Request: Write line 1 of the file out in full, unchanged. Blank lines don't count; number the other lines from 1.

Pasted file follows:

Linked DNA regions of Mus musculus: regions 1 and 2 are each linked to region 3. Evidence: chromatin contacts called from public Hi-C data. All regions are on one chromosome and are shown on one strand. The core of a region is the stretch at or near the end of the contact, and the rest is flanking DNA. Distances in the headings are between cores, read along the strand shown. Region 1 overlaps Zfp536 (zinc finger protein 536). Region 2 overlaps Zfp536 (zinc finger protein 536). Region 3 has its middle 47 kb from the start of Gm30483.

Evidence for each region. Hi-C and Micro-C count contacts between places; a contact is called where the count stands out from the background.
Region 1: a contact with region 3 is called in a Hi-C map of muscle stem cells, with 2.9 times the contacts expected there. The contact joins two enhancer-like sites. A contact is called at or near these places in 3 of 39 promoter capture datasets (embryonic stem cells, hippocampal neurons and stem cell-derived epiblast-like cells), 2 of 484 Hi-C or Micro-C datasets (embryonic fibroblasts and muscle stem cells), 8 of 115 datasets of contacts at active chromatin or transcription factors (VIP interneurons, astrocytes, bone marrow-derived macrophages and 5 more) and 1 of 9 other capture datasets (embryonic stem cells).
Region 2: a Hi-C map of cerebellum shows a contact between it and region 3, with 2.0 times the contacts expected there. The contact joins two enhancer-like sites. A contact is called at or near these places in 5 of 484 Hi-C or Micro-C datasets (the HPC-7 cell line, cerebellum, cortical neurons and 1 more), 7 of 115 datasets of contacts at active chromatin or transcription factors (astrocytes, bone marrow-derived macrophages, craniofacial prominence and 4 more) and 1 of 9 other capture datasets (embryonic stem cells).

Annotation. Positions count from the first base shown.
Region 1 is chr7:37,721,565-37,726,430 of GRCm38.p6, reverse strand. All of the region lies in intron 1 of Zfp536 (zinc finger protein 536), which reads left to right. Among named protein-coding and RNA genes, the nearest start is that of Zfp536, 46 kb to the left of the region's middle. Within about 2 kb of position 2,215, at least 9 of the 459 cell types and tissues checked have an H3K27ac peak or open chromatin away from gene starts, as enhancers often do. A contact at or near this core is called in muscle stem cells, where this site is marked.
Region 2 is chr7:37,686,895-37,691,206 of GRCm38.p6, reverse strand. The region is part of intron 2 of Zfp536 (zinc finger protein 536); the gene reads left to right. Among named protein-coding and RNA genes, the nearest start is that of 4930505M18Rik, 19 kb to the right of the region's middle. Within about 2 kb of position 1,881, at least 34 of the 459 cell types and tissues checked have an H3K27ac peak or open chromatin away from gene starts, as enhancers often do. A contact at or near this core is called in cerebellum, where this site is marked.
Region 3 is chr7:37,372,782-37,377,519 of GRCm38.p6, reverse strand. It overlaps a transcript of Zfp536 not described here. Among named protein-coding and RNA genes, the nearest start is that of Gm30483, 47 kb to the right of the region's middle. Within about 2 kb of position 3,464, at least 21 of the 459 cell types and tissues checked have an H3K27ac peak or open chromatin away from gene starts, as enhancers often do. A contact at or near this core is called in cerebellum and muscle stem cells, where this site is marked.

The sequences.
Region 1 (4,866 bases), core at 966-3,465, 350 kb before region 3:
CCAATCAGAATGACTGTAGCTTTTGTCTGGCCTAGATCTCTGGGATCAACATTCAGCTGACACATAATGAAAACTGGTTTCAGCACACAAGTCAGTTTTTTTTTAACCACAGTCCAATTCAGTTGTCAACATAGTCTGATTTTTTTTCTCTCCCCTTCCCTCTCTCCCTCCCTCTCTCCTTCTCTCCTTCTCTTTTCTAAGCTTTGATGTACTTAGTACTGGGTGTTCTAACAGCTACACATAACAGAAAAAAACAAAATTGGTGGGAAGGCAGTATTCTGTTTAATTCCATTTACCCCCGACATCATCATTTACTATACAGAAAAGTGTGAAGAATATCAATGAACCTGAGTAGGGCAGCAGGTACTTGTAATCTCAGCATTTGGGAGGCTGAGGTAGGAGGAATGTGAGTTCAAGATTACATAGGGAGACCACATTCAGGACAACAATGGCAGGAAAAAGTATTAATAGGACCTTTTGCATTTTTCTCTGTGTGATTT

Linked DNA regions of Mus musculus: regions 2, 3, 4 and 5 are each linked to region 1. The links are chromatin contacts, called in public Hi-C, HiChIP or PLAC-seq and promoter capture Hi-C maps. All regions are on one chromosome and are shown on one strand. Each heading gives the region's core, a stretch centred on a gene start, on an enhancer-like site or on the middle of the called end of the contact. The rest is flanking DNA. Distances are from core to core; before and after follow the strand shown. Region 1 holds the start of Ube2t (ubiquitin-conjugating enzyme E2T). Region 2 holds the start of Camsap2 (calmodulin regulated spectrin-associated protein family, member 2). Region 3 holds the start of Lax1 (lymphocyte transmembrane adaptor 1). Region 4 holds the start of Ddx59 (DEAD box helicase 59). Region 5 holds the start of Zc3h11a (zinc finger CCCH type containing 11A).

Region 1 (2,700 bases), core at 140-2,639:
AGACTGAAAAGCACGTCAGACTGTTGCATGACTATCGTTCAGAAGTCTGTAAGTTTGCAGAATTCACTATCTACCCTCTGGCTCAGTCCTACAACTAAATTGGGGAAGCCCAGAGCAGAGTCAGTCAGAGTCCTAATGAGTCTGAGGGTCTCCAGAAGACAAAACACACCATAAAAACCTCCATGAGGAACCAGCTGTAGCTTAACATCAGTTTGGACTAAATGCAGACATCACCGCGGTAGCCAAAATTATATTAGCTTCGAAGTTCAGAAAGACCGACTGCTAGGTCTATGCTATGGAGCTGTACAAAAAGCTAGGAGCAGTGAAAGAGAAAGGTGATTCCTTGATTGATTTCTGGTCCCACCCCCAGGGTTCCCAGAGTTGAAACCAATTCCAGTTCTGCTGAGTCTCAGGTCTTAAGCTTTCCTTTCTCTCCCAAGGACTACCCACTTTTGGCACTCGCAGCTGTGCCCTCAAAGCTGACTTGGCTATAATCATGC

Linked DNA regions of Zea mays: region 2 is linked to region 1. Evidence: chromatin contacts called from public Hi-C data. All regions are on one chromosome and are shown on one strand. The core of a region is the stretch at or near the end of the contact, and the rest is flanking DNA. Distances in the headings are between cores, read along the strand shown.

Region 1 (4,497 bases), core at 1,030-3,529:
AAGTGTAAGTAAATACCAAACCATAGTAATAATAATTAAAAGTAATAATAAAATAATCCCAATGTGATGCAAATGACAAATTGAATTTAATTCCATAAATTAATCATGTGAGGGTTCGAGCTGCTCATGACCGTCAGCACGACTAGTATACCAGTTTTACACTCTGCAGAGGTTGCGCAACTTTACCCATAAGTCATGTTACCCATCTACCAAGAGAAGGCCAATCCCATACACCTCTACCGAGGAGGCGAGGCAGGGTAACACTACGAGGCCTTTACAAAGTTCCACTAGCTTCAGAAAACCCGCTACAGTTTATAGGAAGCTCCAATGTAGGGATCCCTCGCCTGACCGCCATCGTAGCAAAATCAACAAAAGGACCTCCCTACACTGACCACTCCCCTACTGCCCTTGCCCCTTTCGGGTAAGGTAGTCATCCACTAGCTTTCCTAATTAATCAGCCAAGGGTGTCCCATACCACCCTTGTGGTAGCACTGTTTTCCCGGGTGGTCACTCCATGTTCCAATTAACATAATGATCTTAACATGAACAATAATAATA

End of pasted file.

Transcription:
Linked DNA regions of Mus musculus: regions 1 and 2 are each linked to region 3. Evidence: chromatin contacts called from public Hi-C data. All regions are on one chromosome and are shown on one strand. The core of a region is the stretch at or near the end of the contact, and the rest is flanking DNA. Distances in the headings are between cores, read along the strand shown. Region 1 overlaps Zfp536 (zinc finger protein 536). Region 2 overlaps Zfp536 (zinc finger protein 536). Region 3 has its middle 47 kb from the start of Gm30483.